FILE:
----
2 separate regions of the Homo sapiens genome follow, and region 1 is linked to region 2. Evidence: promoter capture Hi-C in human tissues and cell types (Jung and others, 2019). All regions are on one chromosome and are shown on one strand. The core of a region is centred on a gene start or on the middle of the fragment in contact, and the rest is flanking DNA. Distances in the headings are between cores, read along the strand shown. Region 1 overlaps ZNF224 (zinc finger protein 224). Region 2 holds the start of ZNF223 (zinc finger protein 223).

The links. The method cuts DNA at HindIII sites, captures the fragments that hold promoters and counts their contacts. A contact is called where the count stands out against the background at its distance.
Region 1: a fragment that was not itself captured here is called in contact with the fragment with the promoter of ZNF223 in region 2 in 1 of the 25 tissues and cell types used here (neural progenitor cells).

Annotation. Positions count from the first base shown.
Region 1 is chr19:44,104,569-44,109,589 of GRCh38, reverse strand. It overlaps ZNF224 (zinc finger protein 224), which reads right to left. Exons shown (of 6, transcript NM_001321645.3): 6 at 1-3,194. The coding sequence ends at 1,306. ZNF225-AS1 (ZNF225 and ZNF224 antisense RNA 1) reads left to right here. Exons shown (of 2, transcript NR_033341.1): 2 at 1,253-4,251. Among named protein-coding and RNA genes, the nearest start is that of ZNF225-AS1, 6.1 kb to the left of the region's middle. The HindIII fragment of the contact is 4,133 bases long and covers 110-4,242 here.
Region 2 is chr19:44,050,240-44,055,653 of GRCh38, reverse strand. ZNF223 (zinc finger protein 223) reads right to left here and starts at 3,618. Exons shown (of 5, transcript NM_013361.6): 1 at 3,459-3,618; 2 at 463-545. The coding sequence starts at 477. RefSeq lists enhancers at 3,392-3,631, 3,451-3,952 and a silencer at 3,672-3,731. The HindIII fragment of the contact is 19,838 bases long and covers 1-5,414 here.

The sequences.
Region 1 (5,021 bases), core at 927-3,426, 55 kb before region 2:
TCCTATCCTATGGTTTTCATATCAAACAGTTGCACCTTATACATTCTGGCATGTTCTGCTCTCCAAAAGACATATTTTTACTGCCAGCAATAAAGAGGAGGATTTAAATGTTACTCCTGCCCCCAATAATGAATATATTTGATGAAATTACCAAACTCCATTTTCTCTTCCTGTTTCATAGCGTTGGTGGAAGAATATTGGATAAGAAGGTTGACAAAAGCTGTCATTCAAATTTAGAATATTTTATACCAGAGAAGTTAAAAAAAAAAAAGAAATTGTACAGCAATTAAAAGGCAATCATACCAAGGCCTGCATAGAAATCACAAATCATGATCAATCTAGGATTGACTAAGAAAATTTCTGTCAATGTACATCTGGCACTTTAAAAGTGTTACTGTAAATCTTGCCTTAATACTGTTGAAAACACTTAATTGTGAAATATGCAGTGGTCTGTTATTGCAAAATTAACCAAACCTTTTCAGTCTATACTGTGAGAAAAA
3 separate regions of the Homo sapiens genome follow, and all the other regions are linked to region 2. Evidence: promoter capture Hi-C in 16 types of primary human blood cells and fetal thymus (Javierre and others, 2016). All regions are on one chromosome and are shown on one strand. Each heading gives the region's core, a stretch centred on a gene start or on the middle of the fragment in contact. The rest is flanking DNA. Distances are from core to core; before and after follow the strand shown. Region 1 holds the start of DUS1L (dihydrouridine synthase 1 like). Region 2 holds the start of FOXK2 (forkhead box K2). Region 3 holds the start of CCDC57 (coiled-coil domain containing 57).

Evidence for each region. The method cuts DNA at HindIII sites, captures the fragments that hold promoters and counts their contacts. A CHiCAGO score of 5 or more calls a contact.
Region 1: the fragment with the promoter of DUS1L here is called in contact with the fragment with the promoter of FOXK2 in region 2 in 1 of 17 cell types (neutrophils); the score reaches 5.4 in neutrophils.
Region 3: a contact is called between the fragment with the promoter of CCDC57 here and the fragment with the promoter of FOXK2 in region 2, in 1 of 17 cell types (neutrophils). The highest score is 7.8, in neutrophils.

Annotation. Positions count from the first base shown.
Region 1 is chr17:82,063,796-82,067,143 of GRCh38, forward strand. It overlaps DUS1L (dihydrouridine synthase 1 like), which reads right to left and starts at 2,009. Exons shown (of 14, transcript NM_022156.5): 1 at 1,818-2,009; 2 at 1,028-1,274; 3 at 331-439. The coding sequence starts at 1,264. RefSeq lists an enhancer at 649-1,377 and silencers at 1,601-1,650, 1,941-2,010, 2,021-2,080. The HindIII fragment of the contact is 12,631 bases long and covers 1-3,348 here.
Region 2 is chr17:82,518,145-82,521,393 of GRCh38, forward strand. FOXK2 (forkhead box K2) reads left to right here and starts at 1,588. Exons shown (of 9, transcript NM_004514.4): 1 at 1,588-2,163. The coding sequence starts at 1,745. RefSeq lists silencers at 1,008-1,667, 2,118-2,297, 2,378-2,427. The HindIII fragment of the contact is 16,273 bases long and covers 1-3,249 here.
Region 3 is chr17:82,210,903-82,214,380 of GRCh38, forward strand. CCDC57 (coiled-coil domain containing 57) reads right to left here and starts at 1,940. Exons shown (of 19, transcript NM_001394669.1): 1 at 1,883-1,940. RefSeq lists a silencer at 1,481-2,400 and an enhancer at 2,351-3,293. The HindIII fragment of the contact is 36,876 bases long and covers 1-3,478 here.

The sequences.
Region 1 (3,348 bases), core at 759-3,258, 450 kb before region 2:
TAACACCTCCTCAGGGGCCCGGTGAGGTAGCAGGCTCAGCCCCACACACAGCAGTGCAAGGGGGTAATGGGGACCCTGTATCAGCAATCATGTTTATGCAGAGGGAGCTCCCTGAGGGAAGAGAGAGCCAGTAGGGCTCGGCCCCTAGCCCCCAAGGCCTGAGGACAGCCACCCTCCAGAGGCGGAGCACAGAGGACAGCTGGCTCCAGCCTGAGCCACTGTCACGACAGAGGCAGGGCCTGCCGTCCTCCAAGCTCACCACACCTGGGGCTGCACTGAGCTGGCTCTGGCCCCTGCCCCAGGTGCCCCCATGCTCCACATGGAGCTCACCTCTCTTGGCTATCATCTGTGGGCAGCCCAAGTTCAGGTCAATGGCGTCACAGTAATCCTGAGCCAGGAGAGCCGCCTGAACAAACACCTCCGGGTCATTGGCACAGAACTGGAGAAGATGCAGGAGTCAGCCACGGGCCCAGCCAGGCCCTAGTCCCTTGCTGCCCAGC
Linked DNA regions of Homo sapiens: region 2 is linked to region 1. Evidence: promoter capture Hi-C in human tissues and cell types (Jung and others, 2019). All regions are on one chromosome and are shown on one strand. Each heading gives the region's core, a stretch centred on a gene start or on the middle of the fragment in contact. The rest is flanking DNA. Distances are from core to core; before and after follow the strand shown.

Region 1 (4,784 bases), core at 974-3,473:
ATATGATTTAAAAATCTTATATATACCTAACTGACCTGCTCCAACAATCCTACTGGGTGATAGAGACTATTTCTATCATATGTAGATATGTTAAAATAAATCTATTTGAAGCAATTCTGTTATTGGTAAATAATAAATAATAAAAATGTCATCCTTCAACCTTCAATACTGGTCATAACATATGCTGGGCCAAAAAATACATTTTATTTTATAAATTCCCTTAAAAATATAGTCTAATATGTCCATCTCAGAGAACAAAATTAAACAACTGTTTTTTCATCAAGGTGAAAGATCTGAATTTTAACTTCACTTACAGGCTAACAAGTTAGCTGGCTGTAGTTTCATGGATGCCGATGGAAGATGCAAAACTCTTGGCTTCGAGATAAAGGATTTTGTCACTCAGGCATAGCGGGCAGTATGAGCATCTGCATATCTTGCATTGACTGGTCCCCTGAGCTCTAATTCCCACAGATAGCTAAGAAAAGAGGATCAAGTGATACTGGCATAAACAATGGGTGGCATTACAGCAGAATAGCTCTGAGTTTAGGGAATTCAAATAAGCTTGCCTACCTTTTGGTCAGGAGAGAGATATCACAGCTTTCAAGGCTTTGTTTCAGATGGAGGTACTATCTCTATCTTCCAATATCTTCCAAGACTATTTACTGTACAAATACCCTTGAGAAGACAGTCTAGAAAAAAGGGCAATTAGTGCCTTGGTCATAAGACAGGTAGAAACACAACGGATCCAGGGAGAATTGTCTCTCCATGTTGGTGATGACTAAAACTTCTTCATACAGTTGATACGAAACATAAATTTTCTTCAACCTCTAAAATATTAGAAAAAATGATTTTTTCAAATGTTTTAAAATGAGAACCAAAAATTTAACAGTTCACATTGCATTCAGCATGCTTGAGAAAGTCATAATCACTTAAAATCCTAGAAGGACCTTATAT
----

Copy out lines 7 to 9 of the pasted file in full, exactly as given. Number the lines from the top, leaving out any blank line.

The sequences.
Region 1 (5,021 bases), core at 927-3,426, 55 kb before region 2:
TCCTATCCTATGGTTTTCATATCAAACAGTTGCACCTTATACATTCTGGCATGTTCTGCTCTCCAAAAGACATATTTTTACTGCCAGCAATAAAGAGGAGGATTTAAATGTTACTCCTGCCCCCAATAATGAATATATTTGATGAAATTACCAAACTCCATTTTCTCTTCCTGTTTCATAGCGTTGGTGGAAGAATATTGGATAAGAAGGTTGACAAAAGCTGTCATTCAAATTTAGAATATTTTATACCAGAGAAGTTAAAAAAAAAAAAGAAATTGTACAGCAATTAAAAGGCAATCATACCAAGGCCTGCATAGAAATCACAAATCATGATCAATCTAGGATTGACTAAGAAAATTTCTGTCAATGTACATCTGGCACTTTAAAAGTGTTACTGTAAATCTTGCCTTAATACTGTTGAAAACACTTAATTGTGAAATATGCAGTGGTCTGTTATTGCAAAATTAACCAAACCTTTTCAGTCTATACTGTGAGAAAAA